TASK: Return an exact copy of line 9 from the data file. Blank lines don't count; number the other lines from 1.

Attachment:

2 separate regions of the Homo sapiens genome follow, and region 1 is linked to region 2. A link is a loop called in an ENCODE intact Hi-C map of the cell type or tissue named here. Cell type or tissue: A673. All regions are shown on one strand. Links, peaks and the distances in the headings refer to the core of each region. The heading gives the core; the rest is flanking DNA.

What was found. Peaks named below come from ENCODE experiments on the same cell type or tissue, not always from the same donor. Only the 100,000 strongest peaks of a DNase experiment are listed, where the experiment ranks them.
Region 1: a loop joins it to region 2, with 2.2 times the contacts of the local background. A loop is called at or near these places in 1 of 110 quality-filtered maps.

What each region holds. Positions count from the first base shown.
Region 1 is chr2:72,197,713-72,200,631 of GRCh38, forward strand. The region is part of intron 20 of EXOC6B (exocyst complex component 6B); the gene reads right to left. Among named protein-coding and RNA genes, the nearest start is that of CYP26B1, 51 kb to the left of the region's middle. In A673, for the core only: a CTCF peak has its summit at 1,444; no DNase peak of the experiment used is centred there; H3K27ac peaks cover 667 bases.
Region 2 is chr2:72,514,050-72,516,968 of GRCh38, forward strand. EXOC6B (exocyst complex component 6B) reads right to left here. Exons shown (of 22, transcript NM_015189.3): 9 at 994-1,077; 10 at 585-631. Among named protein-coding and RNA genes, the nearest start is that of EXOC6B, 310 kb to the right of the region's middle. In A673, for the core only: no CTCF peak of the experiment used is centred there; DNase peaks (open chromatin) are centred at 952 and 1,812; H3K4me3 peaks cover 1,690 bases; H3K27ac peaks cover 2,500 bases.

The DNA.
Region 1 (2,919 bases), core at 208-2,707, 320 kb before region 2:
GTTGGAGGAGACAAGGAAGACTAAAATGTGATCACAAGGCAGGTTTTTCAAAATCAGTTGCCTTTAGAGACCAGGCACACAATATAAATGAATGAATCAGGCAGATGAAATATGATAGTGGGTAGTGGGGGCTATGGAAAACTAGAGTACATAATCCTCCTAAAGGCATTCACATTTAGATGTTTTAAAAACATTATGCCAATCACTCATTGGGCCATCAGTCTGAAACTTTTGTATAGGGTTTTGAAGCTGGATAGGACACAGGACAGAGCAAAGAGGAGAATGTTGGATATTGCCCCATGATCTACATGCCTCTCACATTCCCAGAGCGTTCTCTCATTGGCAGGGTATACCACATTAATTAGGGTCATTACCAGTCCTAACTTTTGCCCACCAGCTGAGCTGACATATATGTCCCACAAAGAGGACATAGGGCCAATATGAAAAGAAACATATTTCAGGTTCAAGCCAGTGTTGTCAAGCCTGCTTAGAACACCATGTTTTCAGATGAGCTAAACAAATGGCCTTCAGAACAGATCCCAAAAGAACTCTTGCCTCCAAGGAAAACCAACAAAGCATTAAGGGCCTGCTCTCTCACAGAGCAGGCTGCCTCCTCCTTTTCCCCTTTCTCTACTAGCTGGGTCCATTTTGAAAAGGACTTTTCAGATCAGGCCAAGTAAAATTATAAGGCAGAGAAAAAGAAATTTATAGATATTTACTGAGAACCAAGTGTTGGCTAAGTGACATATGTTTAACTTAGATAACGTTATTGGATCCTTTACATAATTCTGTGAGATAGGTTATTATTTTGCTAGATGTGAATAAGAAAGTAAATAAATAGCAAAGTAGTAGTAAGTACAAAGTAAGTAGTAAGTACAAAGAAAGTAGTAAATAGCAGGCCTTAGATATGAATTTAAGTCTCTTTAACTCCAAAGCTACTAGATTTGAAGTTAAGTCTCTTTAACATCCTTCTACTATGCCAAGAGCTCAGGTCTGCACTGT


GTTGGAGGAGACAAGGAAGACTAAAATGTGATCACAAGGCAGGTTTTTCAAAATCAGTTGCCTTTAGAGACCAGGCACACAATATAAATGAATGAATCAGGCAGATGAAATATGATAGTGGGTAGTGGGGGCTATGGAAAACTAGAGTACATAATCCTCCTAAAGGCATTCACATTTAGATGTTTTAAAAACATTATGCCAATCACTCATTGGGCCATCAGTCTGAAACTTTTGTATAGGGTTTTGAAGCTGGATAGGACACAGGACAGAGCAAAGAGGAGAATGTTGGATATTGCCCCATGATCTACATGCCTCTCACATTCCCAGAGCGTTCTCTCATTGGCAGGGTATACCACATTAATTAGGGTCATTACCAGTCCTAACTTTTGCCCACCAGCTGAGCTGACATATATGTCCCACAAAGAGGACATAGGGCCAATATGAAAAGAAACATATTTCAGGTTCAAGCCAGTGTTGTCAAGCCTGCTTAGAACACCATGTTTTCAGATGAGCTAAACAAATGGCCTTCAGAACAGATCCCAAAAGAACTCTTGCCTCCAAGGAAAACCAACAAAGCATTAAGGGCCTGCTCTCTCACAGAGCAGGCTGCCTCCTCCTTTTCCCCTTTCTCTACTAGCTGGGTCCATTTTGAAAAGGACTTTTCAGATCAGGCCAAGTAAAATTATAAGGCAGAGAAAAAGAAATTTATAGATATTTACTGAGAACCAAGTGTTGGCTAAGTGACATATGTTTAACTTAGATAACGTTATTGGATCCTTTACATAATTCTGTGAGATAGGTTATTATTTTGCTAGATGTGAATAAGAAAGTAAATAAATAGCAAAGTAGTAGTAAGTACAAAGTAAGTAGTAAGTACAAAGAAAGTAGTAAATAGCAGGCCTTAGATATGAATTTAAGTCTCTTTAACTCCAAAGCTACTAGATTTGAAGTTAAGTCTCTTTAACATCCTTCTACTATGCCAAGAGCTCAGGTCTGCACTGT